Hewlett-Packard Bids for PWC's Consulting Practice

Hewlett-Packard Bids for PWC's Consulting Practice

By Nick Wakeman, Senior Editor

SEPT. 14 - The proposed multibillion dollar union of Hewlett-Packard Co. and PricewaterhouseCoopers' consulting business could create a new and formidable player in the government market, but the successful marriage of independent hardware and services organizations can be difficult to achieve.

"In most cases, you don't get the [desired] synergy between the organizations," said Bill Loomis, managing director of the Technology Research Group at Legg Mason Wood Walker Inc., Baltimore.

He cited IBM Corp. of Armonk, N.Y., as a company with successful hardware and consulting businesses. But he points out that IBM's services side has remained independent. "It's not glued to IBM solutions and hardware," he said.

Hewlett-Packard Sept. 11 announced that it was offering to buy PricewaterhouseCoopers' global management and information technology consulting practice. The two companies were discussing a cash-and-stock acquisition at a price in the $17 billion to $18 billion range, according to a Hewlett Packard statement.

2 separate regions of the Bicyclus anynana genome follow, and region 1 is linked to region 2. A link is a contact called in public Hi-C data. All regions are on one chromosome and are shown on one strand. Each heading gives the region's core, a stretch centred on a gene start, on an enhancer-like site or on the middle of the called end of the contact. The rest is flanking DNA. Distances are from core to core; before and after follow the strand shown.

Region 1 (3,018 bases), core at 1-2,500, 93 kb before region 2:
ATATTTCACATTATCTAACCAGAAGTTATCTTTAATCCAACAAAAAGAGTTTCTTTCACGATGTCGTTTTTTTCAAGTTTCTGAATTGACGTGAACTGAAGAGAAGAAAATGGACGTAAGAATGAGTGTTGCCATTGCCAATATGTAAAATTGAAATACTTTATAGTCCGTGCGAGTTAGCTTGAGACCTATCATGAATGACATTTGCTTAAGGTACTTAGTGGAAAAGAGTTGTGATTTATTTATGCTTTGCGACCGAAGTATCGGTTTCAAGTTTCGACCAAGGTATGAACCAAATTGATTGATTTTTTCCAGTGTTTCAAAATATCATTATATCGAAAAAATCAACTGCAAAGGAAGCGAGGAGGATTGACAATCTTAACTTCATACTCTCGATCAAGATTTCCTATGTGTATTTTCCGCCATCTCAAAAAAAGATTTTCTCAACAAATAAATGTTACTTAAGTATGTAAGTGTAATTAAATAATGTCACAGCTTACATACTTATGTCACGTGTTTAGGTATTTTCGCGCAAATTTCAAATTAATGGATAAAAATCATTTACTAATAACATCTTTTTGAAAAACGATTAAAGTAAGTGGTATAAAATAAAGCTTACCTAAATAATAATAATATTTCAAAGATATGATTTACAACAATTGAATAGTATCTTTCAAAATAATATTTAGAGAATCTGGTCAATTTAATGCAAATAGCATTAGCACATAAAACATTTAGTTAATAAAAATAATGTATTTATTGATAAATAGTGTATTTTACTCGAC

"HP's overall business strategy is to invent useful customer solutions at the intersection of e-services, information appliances and an always-on Internet infrastructure," the company said. "The acquisition of the PWC consulting practice would complement HP's offerings by further strengthening the linkage between business process transformation and technology implementation."

PricewaterhouseCoopers of New York has about 3,000 consultants working in the government space and major customers that include the Defense Department, the Postal Service and the State and Treasury departments.

The consulting firm, which declined to release its government revenue, has been helping agencies with electronic government strategies, enterprise resource planning implementations, organizational changes and performance consulting.

Hewlett-Packard of Palo Alto, Calif., has a significant product business in the federal market and is adding to its professional services offerings. Not counting sales through various resellers and systems integrators, Hewlett-Packard directly sold about $48 million through its General Services Administration schedule in fiscal year 1999.

The company, which also provides a variety of consulting services, holds several large governmentwide acquisition contracts either as a subcontractor or as a prime. These include NASA's Scientific and Engineering Workstation Procurement II and the Navy's Tactical Advanced Computers 4 contracts, worth $673 million.

Hewlett-Packard has 86,000 employees worldwide and reported revenue of $42.4 billion in its 1999 fiscal year.

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